Top Money Mistakes Keeping You From Getting Rich

Top Money Mistakes Keeping You From Getting Rich

Updated on Jan 30 2019


Even though many people are diligently contributing to savings and are conscious about overspending, they may be making common money mistakes that are keeping them from getting rich. Here are five financial mistakes that may be keeping you from the nest egg you deserve.

Most people have retirement goals and a picture of what they want their life to look like after retirement. Maybe it involves international travel, maybe it’s finally purchasing your dream home, maybe it’s finally getting that RV and traveling all over the country, visiting parks and family members. Whatever your retirement dream is, it is sure to involve a fair amount of financial planning to become a reality.

While most people have retirement dreams and many have taken the time to get their finances in order, some are still not seeing their retirement funds grow as expected. It could be that you are making these 5 common financial mistakes.

1. Reacting, instead of responding

It’s incredibly tempting to react to changes in the market. When you see a bad day in the markets, it’s tempting to sell stocks, to change your plan, to cut your losses. But, the truth is that the markets will have down days - just like they will have great days. When you see a sudden drop in your investment accounts, stop. Take a deep breath. Make a thoughtful response (if a response is even necessary) instead of a knee-jerk reaction that could harm your long-term financial plan.

2. Lacking accountability and commitment to a long-term plan

We live in a culture of instant gratification. It can be incredibly difficult to put off what you want now for what you need later. By putting your immediate wants first, you are jeopardizing financial freedom later. Exchanging retirement savings to make ends meet this month can snowball and drain retirement savings accounts quickly. Be careful to manage your day to day expenses with the money you have budgeted. Make payments on time to avoid late fees. Involve your spouse and financial planner in your long-term goals and invite them to hold you accountable and committed to your long-term plan.

3. Ignoring employer matching benefits

This is a common mistake that is easy to fix. Most companies offer some kind of matching program for employee retirement accounts. You want to make sure you are maximizing contributions to these accounts, thus maximizing your employer’s contribution to your retirement. It’s worth it to add the extra money to your account to put this initiative into play. Think of it as free money for your future.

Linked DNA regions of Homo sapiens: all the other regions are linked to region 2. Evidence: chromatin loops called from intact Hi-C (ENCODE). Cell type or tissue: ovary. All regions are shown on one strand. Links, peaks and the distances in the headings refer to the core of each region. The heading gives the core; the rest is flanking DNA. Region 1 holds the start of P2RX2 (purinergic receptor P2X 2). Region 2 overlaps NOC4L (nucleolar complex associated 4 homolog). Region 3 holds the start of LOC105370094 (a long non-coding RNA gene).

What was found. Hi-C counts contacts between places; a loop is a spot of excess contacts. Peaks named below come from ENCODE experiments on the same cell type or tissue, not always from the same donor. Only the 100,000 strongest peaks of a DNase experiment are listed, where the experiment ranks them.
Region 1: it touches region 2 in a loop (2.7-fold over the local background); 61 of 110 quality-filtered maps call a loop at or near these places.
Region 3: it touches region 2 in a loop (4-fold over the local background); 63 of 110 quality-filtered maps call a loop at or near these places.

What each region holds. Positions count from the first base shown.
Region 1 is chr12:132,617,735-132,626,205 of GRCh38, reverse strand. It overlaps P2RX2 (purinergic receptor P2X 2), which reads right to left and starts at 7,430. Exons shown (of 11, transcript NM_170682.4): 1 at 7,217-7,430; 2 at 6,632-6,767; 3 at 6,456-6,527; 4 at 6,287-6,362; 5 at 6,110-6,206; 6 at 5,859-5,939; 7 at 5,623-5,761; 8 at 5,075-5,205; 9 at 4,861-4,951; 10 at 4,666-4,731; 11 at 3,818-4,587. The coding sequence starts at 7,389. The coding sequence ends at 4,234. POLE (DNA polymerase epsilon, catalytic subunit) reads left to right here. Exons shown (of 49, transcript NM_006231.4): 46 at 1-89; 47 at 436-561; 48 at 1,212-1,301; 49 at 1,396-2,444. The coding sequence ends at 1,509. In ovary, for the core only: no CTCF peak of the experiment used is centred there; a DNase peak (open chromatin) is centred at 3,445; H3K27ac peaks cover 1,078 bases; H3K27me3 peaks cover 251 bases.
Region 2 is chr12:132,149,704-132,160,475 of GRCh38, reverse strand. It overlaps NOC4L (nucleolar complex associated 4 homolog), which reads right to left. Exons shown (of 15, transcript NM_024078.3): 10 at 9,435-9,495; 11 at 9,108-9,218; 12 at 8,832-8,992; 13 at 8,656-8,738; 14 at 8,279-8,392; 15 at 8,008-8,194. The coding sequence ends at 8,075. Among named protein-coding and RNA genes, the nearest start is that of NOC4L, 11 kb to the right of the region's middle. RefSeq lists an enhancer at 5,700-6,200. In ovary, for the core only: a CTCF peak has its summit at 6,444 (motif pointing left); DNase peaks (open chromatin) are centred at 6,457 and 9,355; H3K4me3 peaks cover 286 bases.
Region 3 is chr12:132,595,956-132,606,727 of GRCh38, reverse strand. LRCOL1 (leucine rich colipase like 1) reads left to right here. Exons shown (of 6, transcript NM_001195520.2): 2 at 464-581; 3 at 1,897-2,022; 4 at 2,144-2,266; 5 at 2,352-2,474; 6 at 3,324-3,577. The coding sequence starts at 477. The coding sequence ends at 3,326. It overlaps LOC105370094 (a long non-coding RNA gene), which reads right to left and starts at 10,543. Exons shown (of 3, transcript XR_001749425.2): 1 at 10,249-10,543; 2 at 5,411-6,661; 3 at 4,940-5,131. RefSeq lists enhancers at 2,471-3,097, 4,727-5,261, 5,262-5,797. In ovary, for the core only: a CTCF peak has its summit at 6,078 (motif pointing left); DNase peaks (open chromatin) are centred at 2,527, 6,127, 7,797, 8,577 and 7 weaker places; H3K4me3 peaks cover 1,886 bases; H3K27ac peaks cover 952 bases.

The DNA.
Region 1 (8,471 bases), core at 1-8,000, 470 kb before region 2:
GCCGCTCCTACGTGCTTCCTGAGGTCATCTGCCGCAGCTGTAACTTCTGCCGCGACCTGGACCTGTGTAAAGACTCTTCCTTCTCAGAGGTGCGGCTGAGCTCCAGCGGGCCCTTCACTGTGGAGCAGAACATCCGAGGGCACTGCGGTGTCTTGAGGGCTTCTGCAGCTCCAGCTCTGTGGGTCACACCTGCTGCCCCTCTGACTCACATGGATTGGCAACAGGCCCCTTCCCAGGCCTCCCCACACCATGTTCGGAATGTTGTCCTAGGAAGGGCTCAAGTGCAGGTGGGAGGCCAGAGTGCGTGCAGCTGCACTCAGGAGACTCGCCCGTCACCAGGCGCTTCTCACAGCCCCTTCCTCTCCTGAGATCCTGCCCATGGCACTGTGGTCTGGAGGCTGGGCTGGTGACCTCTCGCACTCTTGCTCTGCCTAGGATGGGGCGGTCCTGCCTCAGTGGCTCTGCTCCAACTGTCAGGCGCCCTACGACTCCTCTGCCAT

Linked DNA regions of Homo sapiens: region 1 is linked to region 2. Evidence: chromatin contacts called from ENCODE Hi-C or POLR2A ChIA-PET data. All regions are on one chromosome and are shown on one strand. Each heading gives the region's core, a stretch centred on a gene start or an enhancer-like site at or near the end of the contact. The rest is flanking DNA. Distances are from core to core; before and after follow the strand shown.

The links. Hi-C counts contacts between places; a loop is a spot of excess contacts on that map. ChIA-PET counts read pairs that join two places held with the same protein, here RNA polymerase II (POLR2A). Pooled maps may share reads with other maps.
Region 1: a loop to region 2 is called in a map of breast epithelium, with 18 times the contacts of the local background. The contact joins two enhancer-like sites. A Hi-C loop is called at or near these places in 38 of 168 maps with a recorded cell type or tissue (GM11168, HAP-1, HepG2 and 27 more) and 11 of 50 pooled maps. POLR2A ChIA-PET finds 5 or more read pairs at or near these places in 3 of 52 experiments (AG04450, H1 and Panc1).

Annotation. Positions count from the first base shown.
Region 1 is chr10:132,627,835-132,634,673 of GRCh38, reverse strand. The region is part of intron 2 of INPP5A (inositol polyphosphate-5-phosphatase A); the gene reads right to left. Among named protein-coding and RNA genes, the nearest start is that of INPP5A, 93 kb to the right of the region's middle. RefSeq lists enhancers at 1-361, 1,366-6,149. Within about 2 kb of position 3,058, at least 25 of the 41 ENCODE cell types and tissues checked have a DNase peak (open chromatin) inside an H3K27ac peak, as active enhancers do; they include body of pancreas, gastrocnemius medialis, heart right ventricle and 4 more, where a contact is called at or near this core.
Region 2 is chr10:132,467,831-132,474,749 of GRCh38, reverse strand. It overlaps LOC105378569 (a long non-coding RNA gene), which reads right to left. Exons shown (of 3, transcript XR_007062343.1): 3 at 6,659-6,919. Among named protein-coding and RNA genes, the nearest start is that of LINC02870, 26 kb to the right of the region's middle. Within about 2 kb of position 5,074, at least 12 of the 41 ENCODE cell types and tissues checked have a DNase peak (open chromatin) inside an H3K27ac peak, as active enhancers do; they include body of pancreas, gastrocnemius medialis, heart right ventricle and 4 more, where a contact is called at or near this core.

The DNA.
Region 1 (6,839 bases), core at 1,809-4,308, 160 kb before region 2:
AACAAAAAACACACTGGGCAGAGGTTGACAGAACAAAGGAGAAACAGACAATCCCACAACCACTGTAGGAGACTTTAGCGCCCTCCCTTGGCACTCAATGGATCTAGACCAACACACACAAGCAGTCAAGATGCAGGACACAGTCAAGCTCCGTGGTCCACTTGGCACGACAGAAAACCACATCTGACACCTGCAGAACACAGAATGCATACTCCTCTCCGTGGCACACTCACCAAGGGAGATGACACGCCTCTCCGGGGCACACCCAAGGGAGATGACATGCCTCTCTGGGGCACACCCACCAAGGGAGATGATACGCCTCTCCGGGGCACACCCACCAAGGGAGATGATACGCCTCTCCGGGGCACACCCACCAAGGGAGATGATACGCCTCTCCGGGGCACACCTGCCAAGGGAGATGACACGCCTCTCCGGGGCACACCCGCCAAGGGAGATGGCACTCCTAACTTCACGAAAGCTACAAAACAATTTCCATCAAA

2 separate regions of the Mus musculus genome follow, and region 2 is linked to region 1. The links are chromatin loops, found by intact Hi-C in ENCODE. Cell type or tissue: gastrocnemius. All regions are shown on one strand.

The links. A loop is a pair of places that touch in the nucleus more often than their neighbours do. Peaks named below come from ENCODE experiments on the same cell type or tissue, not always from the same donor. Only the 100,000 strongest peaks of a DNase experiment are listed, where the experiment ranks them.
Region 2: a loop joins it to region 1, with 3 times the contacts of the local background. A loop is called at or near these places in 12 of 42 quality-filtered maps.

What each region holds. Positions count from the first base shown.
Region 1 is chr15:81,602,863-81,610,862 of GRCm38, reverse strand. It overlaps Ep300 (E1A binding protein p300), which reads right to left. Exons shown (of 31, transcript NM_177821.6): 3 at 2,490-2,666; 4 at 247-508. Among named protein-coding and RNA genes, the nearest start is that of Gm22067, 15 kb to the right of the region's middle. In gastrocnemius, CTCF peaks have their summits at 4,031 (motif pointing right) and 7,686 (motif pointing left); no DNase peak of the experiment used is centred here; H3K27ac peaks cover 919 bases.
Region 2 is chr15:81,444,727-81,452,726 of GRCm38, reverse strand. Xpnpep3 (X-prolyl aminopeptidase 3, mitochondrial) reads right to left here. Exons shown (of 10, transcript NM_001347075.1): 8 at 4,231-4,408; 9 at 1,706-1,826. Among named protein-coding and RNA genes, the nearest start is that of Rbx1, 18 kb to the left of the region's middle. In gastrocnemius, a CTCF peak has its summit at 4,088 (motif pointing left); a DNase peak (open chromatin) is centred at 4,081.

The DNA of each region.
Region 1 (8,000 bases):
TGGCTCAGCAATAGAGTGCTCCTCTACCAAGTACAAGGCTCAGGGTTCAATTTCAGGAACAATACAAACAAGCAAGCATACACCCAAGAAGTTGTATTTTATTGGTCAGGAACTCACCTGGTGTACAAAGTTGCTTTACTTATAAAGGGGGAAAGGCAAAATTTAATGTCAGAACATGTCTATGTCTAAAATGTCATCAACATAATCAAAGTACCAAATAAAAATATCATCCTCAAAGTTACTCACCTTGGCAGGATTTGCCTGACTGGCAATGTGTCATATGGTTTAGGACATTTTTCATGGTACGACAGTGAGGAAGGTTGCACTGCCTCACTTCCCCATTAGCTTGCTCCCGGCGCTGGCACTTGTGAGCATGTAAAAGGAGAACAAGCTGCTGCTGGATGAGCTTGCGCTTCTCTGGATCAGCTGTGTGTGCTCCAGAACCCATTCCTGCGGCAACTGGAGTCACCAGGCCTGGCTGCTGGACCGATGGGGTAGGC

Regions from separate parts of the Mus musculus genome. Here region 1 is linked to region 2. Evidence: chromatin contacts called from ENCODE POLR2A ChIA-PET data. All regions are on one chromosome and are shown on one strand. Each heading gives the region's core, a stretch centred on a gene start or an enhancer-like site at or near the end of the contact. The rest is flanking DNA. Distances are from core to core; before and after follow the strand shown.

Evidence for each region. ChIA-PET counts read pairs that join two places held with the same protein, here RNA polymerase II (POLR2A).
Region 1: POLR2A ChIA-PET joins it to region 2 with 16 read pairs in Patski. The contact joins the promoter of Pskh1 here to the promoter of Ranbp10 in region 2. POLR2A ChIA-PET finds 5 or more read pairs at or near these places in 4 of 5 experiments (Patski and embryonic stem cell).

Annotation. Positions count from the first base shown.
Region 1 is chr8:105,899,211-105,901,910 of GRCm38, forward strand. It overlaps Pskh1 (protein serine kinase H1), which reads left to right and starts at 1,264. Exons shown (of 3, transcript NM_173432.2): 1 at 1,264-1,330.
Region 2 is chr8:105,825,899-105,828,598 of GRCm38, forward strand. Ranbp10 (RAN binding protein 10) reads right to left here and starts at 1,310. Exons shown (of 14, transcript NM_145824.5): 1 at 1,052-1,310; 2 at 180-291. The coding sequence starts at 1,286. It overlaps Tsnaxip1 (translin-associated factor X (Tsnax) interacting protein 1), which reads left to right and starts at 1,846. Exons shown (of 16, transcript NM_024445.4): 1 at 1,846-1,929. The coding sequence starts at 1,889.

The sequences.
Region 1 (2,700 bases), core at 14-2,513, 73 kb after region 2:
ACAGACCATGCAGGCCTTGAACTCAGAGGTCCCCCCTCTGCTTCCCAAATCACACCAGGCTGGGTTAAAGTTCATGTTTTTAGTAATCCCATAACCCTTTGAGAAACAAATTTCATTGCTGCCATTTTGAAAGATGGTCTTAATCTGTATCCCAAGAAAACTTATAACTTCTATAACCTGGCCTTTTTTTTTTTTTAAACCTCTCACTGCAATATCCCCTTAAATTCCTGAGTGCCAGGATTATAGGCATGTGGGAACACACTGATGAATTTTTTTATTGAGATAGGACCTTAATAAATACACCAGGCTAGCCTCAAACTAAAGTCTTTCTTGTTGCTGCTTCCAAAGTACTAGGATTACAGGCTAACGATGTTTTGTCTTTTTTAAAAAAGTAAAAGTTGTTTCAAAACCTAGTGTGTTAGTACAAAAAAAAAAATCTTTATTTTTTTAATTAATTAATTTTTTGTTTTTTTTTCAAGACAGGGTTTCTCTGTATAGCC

4. Not diversifying investment accounts

Not diversifying investment accounts can negatively impact long-term savings in a huge way. This is why managing your portfolio for where you are in life is so important. If you are only in one market or only have one type of account and something happens that causes you to lose that investment, you will have nothing to fall back on. In addition to stocks and bonds, you will want to invest in real estate, limited partnerships, and private markets. This can help secure your financial future and real estate investments can even generate an additional source of income.

5. Doing it yourself.

When it comes to financial and retirement planning and avoiding money mistakes, there’s no better partner than a fiduciary financial advisor. Fiduciary financial advisors can help you conduct a financial assessment, helping you avoid common financial mistakes to help you reach your financial goals. They are experts in markets and long-term financial planning and they know how to avoid money mistakes that can cause issues for your financial future.

Get Financially Organized to Avoid These Mistakes

Have you fallen prey to any of these common financial mistakes? Contact an expert financial advisor to get your finances in order. Fiduciary financial advisors can help you respond wisely to market changes, hold you accountable to long-term goals, look into any missed investment opportunities, help you diversify your investments, and be a solid sounding board for your financial future.

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